Toby Croucher [00:16:48] There’s an incredible amount being written actually at the moment about the link between current employment, I think, because, you know, for very obvious and actually rightfully so, you know that the Coronavirus situation has knocked climate change off the off the pedestal of global concerns. And that’s absolutely correct. I think what’s really interesting what is really interesting with Corona. And this is really this is really, I think, important for the climate debate is we’re seeing most of the reporting that we’re receiving as members of society is based around what the modelling is telling us, the data in terms of how we’re doing, you know, in terms of flattening the curve and the forecast and, you know, the idea of the idea of being, you know, relying on on data to see where you are, you know, modelling to see what could happen and then and then forecasting your interventions to see where that’s going to get you to against, certain outcomes you don’t want. That’s… And we’ve been very science led. I must say, I think that the way we’re responding as companies, we’re being led by the science. We certainly see that in the UK. It’s been you know, it’s that the science is leading our response. Now I think that’s very promising for the climate agenda, particularly in this next decade that is being called that the decade of delivery. If we don’t if we don’t crack, if we don’t crack some of these challenges in the next 10 years. And we’ve had 20 years to think about it. And we don’t get it in the next 10 years. We’re in a very, very difficult position. So so I think there’s something there’s something positive around corona. And we may see it. We may see a return to science and science based decision making being led by data, which, again, we have a role in. I think that’s very, very positive. I think the risk for me is the oil prices has dropped. It’s it’s it’s low. And actually one way to one way to stimulate, you know, the post-corona recovery could bake-in could lock in some sort of high carbon outcomes that will lose time. And we don’t have you know, we don’t have that time to lose. You know, I think the drop in in consumption during the Coronavirus. We’ll eat that up in a few months. That won’t really matter. It’s about trying to stimulate economies. And there’s such an oversupply of fossil fuels at the moment that if that squeezes, you know, other investments that could be made, that that would be challenging. The final thing I would say with corona is, is, you know, with running all the risk management, we can we’re doing as much as we can. As societies in the hope there’s going to be a remedy, a vaccine, something, something at some point in future, we know we’ll come in and take this particular problem away as long as we can reduce, reduce what’s happening in the interim. That silver bullet will not present herself with with climate change this decade. There isn’t you know, there isn’t a singular answer like that. And that’s, I think, why it’s been such an such a difficult challenge over the past couple decades, because there’s so many dimensions to it. You know, fiscal, technology, societal, I mean, it’s a hundred years worth of energy infrastructure has been built around the world, around, you know. And it’s a tremendously efficient oil and gas and coal as well are very energy dense think they’re great fuels. If it wasn’t for that pesky CO2. So I think right. I think it’s there’s some things we can learn from corona, I feel cautiously positive.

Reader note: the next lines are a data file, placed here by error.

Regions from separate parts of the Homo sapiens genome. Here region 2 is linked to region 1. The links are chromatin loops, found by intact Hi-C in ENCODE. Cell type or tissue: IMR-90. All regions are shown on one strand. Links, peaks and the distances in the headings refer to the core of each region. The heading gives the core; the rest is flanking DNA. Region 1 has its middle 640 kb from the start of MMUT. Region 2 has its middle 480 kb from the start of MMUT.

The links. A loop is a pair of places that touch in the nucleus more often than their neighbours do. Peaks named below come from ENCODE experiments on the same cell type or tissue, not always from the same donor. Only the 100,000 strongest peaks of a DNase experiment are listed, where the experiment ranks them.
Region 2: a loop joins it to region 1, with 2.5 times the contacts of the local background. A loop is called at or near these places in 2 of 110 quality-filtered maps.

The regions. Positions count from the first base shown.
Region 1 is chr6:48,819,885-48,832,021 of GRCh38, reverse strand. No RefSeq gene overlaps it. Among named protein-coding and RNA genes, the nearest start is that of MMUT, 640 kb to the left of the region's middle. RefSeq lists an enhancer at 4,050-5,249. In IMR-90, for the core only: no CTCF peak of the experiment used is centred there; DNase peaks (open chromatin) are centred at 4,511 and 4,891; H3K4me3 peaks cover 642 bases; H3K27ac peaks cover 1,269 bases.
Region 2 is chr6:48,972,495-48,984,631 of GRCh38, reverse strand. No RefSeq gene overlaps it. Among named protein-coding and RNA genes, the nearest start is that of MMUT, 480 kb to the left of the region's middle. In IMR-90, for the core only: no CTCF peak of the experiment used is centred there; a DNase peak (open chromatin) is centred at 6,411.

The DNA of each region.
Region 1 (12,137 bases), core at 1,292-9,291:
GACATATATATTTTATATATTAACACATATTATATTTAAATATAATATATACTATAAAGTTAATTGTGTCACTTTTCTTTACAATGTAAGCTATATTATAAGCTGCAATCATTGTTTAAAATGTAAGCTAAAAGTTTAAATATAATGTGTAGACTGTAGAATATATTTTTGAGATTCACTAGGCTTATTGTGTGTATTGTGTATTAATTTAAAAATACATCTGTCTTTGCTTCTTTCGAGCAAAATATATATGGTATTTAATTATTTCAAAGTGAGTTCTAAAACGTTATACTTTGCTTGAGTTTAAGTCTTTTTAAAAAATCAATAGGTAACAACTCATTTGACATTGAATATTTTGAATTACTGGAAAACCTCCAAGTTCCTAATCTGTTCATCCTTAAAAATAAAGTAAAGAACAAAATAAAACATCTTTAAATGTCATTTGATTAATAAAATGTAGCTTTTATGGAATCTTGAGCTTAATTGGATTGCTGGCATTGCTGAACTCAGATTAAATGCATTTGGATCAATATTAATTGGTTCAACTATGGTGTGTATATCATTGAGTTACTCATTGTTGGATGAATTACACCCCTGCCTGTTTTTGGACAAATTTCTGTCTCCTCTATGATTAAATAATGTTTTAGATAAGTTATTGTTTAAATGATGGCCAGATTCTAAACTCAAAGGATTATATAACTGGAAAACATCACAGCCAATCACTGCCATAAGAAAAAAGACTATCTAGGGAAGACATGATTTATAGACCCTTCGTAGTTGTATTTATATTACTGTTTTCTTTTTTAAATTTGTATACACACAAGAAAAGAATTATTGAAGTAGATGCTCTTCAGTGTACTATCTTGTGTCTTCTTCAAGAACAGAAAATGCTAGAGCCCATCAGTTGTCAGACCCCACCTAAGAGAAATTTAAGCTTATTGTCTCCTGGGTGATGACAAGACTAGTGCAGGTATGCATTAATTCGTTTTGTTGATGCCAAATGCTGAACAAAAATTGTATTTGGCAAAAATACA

Tom Raftery [00:20:30] When one of the things that, hey, I try and get people to visualise is, you know, what is a ton? You know, you can think of like a Mini Cooper as being roughly a ton and a gigaton is one billion tons. So try and picture a billion Mini Coopers and then try and picture a way of hoovering 10 billion Mini Coopers out of the atmosphere, every year, and storing them somewhere. And that’s the kind of level of challenge we’re at, and 10 billion is probably not enough to be hoovering out of the atmosphere every year. We obviously need to stop putting it in, putting them into the atmosphere in the first place. But we’ll have to try and suck them out as well. And that’s an even bigger challenge, I think.